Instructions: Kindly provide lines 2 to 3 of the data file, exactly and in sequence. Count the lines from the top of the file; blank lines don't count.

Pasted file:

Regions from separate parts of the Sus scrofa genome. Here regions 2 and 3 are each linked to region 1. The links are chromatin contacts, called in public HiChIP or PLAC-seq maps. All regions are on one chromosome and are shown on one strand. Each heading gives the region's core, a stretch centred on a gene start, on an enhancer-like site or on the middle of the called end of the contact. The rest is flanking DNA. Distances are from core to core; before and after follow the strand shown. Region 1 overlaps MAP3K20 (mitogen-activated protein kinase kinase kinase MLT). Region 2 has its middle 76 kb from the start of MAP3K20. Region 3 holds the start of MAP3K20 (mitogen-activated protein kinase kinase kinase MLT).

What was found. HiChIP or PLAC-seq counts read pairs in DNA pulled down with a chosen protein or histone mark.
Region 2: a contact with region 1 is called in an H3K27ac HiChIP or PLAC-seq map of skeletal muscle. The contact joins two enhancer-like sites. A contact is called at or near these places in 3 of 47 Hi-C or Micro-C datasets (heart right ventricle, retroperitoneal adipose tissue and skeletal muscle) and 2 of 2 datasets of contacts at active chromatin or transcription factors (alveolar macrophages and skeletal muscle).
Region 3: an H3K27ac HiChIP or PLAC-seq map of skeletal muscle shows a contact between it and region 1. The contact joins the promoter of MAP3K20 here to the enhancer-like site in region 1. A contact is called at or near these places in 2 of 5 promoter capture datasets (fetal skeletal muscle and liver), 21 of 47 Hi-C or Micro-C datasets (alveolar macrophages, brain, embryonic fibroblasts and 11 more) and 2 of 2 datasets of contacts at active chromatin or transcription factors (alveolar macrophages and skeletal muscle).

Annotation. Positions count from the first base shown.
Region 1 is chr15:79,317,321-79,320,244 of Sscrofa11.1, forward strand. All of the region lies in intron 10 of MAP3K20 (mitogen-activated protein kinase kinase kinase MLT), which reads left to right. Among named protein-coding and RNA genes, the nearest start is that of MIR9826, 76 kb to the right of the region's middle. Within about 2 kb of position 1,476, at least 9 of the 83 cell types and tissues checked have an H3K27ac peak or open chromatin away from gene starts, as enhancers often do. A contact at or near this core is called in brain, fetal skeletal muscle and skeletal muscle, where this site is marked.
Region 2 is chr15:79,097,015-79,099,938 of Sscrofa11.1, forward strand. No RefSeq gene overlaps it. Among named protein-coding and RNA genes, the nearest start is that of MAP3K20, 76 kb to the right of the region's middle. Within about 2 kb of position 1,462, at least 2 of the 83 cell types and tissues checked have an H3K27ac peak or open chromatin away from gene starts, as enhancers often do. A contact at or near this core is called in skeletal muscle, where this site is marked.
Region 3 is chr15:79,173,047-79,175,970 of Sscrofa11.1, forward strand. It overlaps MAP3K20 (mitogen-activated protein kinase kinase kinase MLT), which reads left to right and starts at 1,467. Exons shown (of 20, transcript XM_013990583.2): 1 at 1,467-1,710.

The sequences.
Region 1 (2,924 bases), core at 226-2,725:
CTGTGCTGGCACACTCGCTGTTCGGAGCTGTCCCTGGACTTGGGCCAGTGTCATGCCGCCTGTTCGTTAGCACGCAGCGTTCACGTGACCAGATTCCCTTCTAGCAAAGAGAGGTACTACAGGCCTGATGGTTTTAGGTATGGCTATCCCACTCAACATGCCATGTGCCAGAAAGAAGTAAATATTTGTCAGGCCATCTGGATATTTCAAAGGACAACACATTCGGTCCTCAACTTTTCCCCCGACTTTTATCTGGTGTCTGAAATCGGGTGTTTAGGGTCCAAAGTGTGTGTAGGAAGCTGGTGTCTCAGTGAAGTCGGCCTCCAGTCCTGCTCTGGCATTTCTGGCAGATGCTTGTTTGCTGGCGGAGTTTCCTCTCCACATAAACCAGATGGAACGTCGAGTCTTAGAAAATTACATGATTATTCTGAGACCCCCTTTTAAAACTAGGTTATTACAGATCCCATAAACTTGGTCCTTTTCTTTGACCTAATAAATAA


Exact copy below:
What was found. HiChIP or PLAC-seq counts read pairs in DNA pulled down with a chosen protein or histone mark.
Region 2: a contact with region 1 is called in an H3K27ac HiChIP or PLAC-seq map of skeletal muscle. The contact joins two enhancer-like sites. A contact is called at or near these places in 3 of 47 Hi-C or Micro-C datasets (heart right ventricle, retroperitoneal adipose tissue and skeletal muscle) and 2 of 2 datasets of contacts at active chromatin or transcription factors (alveolar macrophages and skeletal muscle).